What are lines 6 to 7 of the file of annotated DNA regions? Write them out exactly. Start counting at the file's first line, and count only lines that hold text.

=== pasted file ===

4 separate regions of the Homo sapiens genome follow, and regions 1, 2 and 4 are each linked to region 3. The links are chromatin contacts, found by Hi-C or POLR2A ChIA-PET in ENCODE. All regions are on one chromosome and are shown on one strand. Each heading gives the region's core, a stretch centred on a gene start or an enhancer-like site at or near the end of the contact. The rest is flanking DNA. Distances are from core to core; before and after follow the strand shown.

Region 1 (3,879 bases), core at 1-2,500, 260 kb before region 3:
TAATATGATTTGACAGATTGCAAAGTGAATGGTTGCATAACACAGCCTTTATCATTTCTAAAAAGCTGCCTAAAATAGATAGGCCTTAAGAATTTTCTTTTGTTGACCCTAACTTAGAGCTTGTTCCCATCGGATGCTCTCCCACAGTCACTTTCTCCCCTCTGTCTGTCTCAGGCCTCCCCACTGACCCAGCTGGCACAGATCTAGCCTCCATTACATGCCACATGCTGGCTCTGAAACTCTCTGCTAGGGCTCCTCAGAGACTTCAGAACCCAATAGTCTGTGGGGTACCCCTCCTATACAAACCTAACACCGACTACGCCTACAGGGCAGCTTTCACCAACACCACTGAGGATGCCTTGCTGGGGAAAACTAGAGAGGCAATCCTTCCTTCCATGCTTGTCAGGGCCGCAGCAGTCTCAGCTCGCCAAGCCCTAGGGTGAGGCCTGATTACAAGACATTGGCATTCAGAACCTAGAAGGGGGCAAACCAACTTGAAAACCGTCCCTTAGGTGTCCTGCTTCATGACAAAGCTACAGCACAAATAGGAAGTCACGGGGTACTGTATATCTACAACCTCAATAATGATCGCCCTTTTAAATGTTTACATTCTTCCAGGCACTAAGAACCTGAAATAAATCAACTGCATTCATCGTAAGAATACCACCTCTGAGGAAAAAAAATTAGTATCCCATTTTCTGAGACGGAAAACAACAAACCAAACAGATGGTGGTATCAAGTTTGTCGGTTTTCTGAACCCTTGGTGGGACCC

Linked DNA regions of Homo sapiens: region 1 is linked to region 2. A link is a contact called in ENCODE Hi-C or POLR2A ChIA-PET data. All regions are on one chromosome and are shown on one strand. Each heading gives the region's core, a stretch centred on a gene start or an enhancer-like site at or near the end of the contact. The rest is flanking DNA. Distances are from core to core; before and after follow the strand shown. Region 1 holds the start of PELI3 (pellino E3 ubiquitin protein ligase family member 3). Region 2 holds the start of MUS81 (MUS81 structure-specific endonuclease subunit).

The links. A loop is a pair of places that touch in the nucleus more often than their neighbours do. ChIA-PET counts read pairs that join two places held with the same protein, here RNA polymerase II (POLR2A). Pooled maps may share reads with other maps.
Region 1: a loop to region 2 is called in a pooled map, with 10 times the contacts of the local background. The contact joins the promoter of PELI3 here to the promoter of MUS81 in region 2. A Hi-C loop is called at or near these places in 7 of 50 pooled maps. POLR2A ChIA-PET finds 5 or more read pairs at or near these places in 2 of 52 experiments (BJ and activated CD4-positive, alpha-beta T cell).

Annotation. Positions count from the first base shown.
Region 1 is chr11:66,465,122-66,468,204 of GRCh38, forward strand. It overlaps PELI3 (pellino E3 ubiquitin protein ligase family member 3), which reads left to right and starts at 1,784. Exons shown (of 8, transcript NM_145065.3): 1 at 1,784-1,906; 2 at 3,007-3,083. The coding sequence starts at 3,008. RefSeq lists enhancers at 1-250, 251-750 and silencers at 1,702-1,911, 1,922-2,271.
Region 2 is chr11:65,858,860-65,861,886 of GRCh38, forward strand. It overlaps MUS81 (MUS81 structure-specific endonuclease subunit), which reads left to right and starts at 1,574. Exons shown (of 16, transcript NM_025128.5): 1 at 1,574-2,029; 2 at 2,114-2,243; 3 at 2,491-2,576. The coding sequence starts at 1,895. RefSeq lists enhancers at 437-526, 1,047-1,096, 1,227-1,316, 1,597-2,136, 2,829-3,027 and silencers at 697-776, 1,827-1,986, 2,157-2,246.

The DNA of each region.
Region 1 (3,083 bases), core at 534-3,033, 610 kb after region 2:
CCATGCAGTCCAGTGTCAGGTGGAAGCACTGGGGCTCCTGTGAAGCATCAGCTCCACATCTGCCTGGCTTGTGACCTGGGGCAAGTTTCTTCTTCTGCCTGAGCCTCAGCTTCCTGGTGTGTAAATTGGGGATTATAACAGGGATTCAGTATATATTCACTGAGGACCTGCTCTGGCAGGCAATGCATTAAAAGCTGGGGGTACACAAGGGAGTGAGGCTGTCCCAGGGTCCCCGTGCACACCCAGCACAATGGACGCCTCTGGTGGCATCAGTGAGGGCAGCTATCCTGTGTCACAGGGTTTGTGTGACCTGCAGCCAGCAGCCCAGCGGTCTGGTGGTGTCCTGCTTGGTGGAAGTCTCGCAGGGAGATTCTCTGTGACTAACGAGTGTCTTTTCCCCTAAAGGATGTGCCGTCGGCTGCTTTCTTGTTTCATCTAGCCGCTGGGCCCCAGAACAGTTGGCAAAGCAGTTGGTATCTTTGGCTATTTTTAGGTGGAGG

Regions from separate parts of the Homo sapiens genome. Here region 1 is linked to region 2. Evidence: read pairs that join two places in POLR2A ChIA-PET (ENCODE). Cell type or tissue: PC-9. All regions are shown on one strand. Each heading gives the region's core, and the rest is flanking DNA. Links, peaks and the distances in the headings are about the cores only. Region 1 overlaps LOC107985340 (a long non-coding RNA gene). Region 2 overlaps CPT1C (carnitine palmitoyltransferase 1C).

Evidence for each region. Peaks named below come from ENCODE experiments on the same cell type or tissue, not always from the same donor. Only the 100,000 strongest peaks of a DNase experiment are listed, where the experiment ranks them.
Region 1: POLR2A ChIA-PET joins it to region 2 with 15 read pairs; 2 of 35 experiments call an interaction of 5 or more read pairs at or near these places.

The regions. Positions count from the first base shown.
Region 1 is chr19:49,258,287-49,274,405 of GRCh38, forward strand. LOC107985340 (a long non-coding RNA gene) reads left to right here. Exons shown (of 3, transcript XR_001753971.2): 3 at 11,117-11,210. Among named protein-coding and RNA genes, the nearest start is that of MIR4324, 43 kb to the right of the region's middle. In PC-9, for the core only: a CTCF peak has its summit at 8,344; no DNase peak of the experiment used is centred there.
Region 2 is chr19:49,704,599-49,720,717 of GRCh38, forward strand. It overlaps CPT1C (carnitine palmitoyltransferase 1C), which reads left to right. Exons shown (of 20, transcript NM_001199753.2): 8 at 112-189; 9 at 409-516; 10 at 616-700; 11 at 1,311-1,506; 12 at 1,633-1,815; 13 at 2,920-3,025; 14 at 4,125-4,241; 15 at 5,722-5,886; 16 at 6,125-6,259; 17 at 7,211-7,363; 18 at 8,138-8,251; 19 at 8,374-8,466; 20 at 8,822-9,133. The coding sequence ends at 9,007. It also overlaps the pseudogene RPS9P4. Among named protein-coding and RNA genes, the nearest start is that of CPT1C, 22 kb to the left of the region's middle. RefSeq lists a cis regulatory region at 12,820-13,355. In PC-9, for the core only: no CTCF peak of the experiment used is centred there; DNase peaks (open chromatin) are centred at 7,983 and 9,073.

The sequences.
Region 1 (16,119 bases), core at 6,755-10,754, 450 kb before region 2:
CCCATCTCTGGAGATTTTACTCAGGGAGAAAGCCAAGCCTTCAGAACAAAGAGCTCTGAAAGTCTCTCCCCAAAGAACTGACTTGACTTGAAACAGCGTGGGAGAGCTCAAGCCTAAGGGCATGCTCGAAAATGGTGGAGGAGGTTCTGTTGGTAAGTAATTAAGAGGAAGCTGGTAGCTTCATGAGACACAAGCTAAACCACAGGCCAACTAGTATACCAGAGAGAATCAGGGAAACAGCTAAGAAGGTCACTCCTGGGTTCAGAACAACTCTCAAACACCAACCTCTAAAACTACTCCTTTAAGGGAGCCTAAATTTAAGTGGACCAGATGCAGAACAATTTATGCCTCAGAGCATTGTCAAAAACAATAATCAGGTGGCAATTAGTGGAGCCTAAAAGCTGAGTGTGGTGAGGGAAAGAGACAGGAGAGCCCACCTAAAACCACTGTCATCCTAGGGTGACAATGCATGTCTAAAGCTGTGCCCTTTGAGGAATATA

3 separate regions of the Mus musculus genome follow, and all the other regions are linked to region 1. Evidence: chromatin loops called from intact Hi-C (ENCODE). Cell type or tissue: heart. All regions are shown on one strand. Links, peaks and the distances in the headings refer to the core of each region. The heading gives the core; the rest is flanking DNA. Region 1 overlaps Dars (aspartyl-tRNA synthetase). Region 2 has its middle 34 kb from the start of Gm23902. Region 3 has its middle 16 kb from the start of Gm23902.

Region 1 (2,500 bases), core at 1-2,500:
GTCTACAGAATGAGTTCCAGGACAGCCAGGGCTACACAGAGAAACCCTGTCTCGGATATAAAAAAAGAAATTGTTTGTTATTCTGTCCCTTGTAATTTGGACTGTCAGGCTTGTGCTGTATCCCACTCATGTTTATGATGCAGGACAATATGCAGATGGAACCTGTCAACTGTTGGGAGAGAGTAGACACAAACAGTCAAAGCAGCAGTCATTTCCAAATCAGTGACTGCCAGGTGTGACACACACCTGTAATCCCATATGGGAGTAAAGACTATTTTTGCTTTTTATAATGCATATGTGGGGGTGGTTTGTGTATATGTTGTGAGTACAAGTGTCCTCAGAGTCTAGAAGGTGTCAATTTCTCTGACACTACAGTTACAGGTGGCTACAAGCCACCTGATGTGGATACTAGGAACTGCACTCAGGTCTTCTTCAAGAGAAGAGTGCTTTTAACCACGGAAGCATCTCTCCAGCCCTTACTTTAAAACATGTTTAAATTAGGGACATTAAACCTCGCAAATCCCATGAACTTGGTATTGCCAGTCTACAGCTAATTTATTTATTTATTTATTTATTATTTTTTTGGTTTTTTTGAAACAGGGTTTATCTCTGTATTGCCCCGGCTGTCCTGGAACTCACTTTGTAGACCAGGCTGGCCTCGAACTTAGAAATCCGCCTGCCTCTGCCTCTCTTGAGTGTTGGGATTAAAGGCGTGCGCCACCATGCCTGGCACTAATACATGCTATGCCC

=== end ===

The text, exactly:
Region 1: a loop to region 2 is called in a pooled map, with 10 times the contacts of the local background. The contact joins the promoter of PELI3 here to the promoter of MUS81 in region 2. A Hi-C loop is called at or near these places in 7 of 50 pooled maps. POLR2A ChIA-PET finds 5 or more read pairs at or near these places in 2 of 52 experiments (BJ and activated CD4-positive, alpha-beta T cell).

Annotation. Positions count from the first base shown.